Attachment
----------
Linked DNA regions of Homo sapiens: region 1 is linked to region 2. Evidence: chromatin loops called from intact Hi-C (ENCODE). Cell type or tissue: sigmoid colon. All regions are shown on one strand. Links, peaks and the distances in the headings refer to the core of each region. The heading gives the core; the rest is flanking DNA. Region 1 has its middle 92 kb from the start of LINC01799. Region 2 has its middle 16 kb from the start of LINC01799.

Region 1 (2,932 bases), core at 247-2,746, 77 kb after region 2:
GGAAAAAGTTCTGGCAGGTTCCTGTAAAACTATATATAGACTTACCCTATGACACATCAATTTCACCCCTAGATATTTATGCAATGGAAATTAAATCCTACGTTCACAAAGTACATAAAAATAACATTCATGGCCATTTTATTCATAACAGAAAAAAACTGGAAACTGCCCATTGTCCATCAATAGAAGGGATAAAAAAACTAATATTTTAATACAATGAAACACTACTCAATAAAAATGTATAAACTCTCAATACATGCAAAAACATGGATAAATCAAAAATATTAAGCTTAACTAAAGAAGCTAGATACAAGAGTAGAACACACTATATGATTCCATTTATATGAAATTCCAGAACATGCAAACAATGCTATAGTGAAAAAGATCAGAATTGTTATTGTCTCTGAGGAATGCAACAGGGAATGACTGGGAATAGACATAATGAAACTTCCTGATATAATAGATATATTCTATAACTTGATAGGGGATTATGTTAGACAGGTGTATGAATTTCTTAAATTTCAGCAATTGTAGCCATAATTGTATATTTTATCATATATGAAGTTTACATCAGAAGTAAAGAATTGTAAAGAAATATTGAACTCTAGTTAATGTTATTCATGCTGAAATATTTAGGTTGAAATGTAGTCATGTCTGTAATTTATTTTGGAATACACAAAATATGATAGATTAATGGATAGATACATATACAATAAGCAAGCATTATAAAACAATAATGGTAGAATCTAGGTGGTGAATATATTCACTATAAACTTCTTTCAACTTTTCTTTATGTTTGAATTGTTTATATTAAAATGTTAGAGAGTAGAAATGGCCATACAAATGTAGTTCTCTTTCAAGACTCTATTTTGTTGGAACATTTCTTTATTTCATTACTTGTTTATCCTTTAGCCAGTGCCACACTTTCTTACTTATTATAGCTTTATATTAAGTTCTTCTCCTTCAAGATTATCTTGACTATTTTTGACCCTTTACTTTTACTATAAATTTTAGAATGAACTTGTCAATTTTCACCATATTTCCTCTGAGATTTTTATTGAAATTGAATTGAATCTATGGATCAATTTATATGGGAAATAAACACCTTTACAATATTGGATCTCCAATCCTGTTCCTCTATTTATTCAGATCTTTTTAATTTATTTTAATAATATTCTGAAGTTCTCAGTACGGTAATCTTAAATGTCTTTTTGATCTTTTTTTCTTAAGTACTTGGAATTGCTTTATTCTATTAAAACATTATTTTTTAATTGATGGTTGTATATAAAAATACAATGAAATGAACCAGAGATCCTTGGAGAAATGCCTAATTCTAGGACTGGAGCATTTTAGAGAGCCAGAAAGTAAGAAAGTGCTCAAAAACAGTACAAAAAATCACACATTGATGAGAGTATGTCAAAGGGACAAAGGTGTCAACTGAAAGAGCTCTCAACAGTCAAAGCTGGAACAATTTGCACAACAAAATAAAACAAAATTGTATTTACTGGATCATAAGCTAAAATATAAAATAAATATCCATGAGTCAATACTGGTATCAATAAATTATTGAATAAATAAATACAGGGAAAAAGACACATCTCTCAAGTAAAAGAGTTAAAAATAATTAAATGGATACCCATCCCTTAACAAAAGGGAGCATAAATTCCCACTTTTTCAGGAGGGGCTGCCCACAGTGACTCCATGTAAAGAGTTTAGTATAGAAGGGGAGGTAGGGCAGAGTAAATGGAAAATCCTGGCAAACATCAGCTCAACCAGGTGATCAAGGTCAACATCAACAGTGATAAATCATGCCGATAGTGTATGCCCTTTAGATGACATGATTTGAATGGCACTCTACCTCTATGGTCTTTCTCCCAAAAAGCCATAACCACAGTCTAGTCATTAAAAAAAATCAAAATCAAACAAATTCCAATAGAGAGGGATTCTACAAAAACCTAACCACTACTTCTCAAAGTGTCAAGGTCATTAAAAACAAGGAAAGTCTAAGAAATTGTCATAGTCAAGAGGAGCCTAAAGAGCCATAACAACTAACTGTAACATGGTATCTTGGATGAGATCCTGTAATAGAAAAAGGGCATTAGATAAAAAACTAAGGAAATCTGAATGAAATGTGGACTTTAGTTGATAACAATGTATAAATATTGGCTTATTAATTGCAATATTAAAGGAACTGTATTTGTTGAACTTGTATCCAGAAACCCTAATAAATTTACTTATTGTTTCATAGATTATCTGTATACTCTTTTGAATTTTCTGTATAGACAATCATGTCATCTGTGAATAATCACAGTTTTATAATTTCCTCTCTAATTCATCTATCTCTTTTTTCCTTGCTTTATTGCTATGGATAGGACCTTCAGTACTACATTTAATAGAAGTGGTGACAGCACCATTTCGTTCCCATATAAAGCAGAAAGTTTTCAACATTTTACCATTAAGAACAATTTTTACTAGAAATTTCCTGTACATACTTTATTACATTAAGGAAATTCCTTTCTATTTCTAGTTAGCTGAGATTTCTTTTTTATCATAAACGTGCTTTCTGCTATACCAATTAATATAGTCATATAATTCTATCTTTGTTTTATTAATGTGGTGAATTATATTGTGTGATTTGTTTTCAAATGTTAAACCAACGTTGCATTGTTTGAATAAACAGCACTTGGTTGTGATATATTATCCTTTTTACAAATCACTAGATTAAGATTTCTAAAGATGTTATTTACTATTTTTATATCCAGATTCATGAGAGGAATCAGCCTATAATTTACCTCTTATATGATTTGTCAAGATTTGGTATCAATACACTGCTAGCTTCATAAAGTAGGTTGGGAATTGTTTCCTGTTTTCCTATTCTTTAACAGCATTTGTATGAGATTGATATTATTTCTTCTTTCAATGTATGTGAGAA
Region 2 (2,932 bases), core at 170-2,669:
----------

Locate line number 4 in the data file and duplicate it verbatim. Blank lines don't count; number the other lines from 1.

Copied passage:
Region 2 (2,932 bases), core at 170-2,669: